I’m a big fan of DockerHub’s Automated Builds: they let you tie a git repo to a DockerHub image, so that updating the repo kicks off a fresh build of the image. It further lets you define Repository Links, so that if a parent image is updated, child images rebuild themselves.
In my case, I maintain a base image with the OS and package updates, and then a tree of images based on that. I want to rebuild that image every so often to get updated packages, but that feature is missing from DockerHub. So I wrote an AWS Lambda to handle it.
How it works
DockerHub doesn’t have a way to schedule rebuilds of an image, but it does support webhooks, so that posting to a unique URL triggers a rebuild. AWS Lambdas support being triggered on a schedule by a CloudWatch Event Rule, so they can provide the cron-like behavior I needed.
The Hookshot lambda
I wrote the Lambda payload in Golang, and it ended up being pretty easy. The meat of the code just has to take a list of URLs and hit them. To get the list, I pass in an S3 bucket and key as environment variables to the Lambda, and I reused a helper library I’d already written (which probably deserves a post of its own) to fetch the YAML config from that S3 path:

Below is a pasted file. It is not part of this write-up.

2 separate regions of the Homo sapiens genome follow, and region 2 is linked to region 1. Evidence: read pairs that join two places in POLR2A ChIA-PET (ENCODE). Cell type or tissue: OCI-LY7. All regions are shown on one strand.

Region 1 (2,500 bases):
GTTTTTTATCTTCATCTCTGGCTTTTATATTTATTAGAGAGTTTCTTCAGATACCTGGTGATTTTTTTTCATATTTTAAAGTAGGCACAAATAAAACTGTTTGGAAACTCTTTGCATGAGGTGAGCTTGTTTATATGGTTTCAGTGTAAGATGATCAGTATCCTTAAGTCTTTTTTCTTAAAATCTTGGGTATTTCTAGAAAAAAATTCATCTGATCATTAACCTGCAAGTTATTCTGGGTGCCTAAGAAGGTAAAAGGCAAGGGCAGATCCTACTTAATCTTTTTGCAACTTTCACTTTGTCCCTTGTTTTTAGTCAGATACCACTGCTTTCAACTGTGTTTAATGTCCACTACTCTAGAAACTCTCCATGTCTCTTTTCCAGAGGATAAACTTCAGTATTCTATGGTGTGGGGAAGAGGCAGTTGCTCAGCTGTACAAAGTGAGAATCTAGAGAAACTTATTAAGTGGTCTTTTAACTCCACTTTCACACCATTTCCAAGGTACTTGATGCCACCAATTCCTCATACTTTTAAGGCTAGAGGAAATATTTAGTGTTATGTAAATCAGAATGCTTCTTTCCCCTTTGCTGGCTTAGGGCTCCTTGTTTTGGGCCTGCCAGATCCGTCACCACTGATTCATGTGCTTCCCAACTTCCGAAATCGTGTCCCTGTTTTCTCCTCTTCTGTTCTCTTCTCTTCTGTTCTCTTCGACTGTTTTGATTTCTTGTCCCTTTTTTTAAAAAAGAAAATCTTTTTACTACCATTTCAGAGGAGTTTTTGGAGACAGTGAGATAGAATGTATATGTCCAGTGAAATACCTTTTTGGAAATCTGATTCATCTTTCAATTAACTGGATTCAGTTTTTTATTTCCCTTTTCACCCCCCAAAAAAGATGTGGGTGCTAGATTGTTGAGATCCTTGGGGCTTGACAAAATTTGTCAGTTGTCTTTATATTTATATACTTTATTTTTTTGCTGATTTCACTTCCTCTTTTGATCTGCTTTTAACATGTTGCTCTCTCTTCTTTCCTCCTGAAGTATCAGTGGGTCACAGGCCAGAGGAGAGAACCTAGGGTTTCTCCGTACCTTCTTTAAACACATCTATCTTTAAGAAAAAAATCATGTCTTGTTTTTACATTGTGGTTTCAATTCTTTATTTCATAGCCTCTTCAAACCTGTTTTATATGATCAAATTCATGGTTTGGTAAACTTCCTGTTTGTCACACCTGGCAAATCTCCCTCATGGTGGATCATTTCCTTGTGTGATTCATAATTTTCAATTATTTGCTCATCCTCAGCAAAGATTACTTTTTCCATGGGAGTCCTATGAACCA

The full source for the repo can be found here.
I made a couple decisions during the process to simplify the code:
- During config load, I create an
http.Requestobject from each URL. That way, I don’t have to parse in the URL every time the lambda runs.
- I don’t do error collection or retries. Because it’s easy to deploy multiple copies of the lambda, I didn’t complicate the code by having it keep trying down the list if one URL fails.
I’m a big believer in infra-as-code (more specifically, I’m a believer in automating infrastructure and in version-controling infrastructure state, which tends to be easiest via infra-as-code), so I deployed this via Terraform. I currently use a mono-repo for my AWS account, and the module for the Hookshot lambda lives here. It creates the Lambda, the Cloudwatch Event Rule, and the associated IAM entities. It also spins up a config S3 bucket for placing the config.
The config lives in a separate private GitHub repo, since it includes the unique DockerHub webhook URL. But since the Terraform code has created an S3 bucket and an AWS IAM keypair, that repo’s CI build pushes a YAML config file directly into S3.
Once an hour, the Lambda fires and causes DockerHub to rebuild my image. Success!